Architect(s) : UNStudio
Address : Lichtenfelsgasse 14, GRAZ, Austria
Latitude/Longitude : 47.0727713,15.4497439
Building : BIG, Bundesimmobiliengesellschaft m.b.H.
Interior : KUG, University for Music and Applied Arts, Graz, Austria
Gross floor surface : 6,200 m²
Volume : 31,600 m³
Site : 2,745 m²
UNStudio Team : Ben van Berkel, Caroline Bos and Hannes Pfau with Miklos Deri, Kirsten Hollmann, Markus Berger, Florian Pischetsrieder, Uli Horner, Albert Gnodde, Peter Trummer, Maarten van Tuijl, Matthew Johnston, Mike Green, Monica Pacheco, Ger Gijzen, Wouter de Jonge
Engineering : Arup London: Cecil Balmond, Volker Schmid, Charles Walker, Francis Archer
Engineering execution : Peter Mandl and Partners, Graz
Specifications : Housinc Bauconsult, Vienna
Accoustics and building physics : ZT Gerhard Tomberger, Graz | Pro Acoustics Engineering, Graz
Stage technique : e.f.f.e.c.t.s. technisches Büro GmbH, Klosterneuburg
Awards : ULI Award for Excellence 2010, IIDA 2010
MUMUTH that means the House of Music and Theatre of the University of Music and Performing Arts in Graz is combining a university building with a public theatre. The private faculty rooms are organised on one side of the building, and an open foyer on the other side guides the public to the concert hall.
A spiraling constructive element forms the organising principle of the building. That constructive element holds the central staircase and also connects the auditorium and music rooms above to the entrance , thus fusing all three floors of the building.
By day the Music Theatre appears introverted, blending in calmly with the UNESCO-listed historic centre of Graz. The building responds to its historic setting by expressing contrast, yet at the same time provides a neutral counterpart to the traditional architecture. Reflections of neighbouring buildings appear on the inside of the glass facade, visually merging the building with its surroundings.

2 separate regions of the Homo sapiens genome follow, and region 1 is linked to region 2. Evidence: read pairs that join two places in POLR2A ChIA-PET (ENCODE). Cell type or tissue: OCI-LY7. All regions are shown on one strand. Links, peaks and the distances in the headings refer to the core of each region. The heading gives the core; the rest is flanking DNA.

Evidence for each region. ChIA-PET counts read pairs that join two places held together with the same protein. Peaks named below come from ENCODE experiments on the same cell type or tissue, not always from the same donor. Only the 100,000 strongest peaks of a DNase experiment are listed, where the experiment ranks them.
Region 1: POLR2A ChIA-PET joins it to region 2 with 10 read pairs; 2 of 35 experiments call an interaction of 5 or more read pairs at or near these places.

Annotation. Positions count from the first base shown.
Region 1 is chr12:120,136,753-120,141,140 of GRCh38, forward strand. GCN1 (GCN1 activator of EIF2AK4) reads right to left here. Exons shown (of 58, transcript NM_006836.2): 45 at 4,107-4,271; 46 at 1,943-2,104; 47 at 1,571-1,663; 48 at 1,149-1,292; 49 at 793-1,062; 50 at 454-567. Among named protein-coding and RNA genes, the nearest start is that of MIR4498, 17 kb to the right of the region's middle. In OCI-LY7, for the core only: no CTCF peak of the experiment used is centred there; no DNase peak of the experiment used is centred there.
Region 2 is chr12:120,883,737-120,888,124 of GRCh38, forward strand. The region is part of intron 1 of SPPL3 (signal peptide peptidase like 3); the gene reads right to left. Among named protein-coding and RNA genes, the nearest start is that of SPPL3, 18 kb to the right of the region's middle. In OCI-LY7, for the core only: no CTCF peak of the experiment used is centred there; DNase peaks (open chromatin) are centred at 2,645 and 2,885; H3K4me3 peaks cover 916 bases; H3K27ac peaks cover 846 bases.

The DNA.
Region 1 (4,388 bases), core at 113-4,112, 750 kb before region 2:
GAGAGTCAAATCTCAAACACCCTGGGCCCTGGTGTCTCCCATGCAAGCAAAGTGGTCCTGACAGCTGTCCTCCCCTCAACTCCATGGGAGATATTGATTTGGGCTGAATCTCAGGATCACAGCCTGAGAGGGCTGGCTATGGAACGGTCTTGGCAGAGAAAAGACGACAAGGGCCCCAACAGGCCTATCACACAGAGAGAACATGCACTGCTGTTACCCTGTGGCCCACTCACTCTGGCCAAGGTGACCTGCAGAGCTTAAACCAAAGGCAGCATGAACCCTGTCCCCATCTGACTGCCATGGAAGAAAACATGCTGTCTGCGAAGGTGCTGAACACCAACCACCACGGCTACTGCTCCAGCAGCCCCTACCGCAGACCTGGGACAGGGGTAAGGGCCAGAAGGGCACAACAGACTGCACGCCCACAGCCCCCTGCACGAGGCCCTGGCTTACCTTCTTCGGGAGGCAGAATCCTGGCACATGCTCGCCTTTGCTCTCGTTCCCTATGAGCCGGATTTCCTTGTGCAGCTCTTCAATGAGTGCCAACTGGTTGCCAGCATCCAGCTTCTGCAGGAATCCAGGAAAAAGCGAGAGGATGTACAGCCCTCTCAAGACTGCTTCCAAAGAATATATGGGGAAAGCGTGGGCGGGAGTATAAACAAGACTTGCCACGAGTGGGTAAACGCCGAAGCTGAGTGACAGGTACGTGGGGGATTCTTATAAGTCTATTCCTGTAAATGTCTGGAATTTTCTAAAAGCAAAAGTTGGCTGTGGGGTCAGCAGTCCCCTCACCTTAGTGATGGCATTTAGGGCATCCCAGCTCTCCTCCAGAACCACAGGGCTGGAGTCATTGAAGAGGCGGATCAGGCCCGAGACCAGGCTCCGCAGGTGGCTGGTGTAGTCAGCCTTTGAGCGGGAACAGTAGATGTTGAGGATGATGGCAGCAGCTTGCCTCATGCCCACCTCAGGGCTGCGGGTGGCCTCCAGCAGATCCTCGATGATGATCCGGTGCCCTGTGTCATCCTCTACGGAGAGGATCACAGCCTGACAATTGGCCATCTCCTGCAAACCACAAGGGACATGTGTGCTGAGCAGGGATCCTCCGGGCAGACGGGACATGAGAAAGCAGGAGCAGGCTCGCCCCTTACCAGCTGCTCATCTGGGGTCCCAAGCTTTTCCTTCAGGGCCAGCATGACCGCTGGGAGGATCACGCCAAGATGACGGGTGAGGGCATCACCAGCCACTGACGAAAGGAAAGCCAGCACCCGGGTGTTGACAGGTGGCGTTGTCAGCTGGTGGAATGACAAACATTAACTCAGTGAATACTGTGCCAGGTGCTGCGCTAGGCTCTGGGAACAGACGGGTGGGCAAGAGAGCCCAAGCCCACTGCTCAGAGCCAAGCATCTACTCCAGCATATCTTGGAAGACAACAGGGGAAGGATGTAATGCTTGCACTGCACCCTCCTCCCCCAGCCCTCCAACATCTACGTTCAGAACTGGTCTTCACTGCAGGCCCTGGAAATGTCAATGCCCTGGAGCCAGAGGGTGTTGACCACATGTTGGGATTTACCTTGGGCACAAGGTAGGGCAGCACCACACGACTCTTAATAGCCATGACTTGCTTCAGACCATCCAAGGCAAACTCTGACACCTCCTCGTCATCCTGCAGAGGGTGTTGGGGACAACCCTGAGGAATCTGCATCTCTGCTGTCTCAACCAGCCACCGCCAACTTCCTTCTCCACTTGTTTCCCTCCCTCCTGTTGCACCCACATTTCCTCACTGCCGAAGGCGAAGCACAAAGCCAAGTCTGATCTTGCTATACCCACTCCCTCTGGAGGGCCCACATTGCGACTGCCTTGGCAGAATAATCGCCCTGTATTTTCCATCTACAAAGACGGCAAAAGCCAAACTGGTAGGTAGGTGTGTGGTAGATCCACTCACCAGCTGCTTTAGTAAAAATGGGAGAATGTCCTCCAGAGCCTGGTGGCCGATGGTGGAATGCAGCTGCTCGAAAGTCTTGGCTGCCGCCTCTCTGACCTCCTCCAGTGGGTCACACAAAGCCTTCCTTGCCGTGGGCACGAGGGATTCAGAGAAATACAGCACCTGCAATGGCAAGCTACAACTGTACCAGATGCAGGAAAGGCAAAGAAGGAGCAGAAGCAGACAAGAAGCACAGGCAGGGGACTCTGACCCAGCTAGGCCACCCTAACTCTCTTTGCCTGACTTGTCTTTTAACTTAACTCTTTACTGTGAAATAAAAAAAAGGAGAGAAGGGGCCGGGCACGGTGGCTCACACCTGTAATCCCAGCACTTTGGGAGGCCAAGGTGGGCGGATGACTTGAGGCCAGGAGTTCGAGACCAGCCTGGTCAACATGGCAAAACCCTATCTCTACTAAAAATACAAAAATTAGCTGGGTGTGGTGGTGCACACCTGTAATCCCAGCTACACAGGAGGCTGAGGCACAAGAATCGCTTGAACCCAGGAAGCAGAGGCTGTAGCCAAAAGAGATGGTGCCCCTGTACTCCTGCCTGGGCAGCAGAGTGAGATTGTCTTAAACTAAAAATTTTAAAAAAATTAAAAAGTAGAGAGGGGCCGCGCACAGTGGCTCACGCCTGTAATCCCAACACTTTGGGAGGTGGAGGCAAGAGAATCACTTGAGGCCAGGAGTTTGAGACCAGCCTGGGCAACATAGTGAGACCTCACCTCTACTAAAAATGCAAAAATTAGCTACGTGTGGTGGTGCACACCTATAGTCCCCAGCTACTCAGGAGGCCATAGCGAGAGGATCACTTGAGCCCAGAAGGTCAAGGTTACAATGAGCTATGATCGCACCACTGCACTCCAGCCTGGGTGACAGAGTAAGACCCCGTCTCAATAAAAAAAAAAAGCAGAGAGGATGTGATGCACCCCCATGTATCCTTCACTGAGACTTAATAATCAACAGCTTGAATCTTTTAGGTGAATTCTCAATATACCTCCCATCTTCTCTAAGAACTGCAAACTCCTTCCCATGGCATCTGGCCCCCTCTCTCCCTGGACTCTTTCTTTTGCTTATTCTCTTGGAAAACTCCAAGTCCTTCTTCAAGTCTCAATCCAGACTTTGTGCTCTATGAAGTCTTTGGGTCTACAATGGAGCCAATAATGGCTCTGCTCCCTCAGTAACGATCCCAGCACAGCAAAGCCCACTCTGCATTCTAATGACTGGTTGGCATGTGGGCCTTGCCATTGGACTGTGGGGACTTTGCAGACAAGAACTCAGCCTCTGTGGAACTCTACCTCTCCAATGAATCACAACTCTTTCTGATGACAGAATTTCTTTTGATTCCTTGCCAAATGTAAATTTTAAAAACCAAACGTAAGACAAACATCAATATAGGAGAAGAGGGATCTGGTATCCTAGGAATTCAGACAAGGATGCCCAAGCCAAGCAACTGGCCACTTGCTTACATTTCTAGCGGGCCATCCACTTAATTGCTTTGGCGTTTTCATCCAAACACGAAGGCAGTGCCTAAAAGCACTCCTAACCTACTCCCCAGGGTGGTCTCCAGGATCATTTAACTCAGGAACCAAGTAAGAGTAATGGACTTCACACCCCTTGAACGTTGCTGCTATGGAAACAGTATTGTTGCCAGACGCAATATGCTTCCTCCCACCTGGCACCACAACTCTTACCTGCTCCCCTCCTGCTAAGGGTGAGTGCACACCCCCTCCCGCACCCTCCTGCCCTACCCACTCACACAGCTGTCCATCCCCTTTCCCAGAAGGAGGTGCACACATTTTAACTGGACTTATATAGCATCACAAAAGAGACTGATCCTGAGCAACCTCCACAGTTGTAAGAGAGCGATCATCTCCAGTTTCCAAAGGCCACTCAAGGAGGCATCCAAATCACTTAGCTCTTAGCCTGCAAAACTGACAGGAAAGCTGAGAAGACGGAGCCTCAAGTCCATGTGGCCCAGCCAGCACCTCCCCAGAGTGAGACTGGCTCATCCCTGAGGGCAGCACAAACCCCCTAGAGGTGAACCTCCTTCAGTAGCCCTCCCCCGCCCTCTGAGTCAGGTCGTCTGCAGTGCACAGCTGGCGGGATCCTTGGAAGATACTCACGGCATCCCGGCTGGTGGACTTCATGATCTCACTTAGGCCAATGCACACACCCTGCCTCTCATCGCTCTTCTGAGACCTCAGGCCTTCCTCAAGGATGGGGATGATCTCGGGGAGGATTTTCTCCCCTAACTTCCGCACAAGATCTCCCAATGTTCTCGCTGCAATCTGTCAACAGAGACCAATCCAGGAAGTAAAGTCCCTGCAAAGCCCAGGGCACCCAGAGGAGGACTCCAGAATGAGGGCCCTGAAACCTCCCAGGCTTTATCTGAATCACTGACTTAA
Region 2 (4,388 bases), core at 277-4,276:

When the night falls and the interior glows, the public concert hall is given a distinct presence.
The concrete twist unfurls to form the free-flowing spaces of the foyer.
The architects envisioned the spiral as the building’s organising element in much the same way as serialism works in contemporary music. The continuous line changes of direction and leaps of scale without losing its continuity while it absorbs and regulates intervals and interruptions.
The foyer accesses the multipurpose auditorium that seats up to 450 people. The auditorium can adapt to a wide range of performances that include solo concerts, opera and full symphonies.
A patterned relief based on musical instruments subtly adorns the acoustic panels of the theatre.
As MUMUTH is a music institution, it was important to include appropriate spaces for rehearsal and preparation, each with its unique necessities.